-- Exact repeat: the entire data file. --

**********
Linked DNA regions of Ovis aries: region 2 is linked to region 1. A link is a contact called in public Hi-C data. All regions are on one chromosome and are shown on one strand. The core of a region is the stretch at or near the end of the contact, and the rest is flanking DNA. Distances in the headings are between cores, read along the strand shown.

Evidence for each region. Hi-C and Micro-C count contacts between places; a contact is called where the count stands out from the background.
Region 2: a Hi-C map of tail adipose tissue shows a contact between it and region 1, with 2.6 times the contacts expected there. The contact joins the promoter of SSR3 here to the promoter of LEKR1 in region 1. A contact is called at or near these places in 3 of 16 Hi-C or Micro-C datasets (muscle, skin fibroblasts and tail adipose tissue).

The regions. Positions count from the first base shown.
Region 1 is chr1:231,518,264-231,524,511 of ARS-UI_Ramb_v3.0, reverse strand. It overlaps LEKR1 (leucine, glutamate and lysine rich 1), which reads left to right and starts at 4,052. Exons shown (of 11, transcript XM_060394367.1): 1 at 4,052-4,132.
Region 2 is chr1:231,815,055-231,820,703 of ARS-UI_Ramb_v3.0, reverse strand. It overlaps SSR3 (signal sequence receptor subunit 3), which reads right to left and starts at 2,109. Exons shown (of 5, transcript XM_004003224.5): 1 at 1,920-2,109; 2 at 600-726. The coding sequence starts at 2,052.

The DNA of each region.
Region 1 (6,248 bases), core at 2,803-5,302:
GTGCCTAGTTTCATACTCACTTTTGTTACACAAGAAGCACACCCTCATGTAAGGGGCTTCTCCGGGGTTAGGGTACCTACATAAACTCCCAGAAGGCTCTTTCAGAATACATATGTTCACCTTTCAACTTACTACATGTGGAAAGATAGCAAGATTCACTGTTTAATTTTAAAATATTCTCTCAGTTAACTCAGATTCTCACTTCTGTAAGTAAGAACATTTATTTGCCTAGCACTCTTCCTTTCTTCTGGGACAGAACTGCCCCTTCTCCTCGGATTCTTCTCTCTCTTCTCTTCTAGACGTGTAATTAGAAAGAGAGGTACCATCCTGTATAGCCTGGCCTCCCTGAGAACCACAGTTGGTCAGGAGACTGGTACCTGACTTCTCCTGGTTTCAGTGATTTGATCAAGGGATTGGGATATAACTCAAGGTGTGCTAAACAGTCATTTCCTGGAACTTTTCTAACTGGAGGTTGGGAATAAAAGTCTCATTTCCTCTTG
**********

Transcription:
Linked DNA regions of Ovis aries: region 2 is linked to region 1. A link is a contact called in public Hi-C data. All regions are on one chromosome and are shown on one strand. The core of a region is the stretch at or near the end of the contact, and the rest is flanking DNA. Distances in the headings are between cores, read along the strand shown.

Evidence for each region. Hi-C and Micro-C count contacts between places; a contact is called where the count stands out from the background.
Region 2: a Hi-C map of tail adipose tissue shows a contact between it and region 1, with 2.6 times the contacts expected there. The contact joins the promoter of SSR3 here to the promoter of LEKR1 in region 1. A contact is called at or near these places in 3 of 16 Hi-C or Micro-C datasets (muscle, skin fibroblasts and tail adipose tissue).

The regions. Positions count from the first base shown.
Region 1 is chr1:231,518,264-231,524,511 of ARS-UI_Ramb_v3.0, reverse strand. It overlaps LEKR1 (leucine, glutamate and lysine rich 1), which reads left to right and starts at 4,052. Exons shown (of 11, transcript XM_060394367.1): 1 at 4,052-4,132.
Region 2 is chr1:231,815,055-231,820,703 of ARS-UI_Ramb_v3.0, reverse strand. It overlaps SSR3 (signal sequence receptor subunit 3), which reads right to left and starts at 2,109. Exons shown (of 5, transcript XM_004003224.5): 1 at 1,920-2,109; 2 at 600-726. The coding sequence starts at 2,052.

The DNA of each region.
Region 1 (6,248 bases), core at 2,803-5,302:
GTGCCTAGTTTCATACTCACTTTTGTTACACAAGAAGCACACCCTCATGTAAGGGGCTTCTCCGGGGTTAGGGTACCTACATAAACTCCCAGAAGGCTCTTTCAGAATACATATGTTCACCTTTCAACTTACTACATGTGGAAAGATAGCAAGATTCACTGTTTAATTTTAAAATATTCTCTCAGTTAACTCAGATTCTCACTTCTGTAAGTAAGAACATTTATTTGCCTAGCACTCTTCCTTTCTTCTGGGACAGAACTGCCCCTTCTCCTCGGATTCTTCTCTCTCTTCTCTTCTAGACGTGTAATTAGAAAGAGAGGTACCATCCTGTATAGCCTGGCCTCCCTGAGAACCACAGTTGGTCAGGAGACTGGTACCTGACTTCTCCTGGTTTCAGTGATTTGATCAAGGGATTGGGATATAACTCAAGGTGTGCTAAACAGTCATTTCCTGGAACTTTTCTAACTGGAGGTTGGGAATAAAAGTCTCATTTCCTCTTG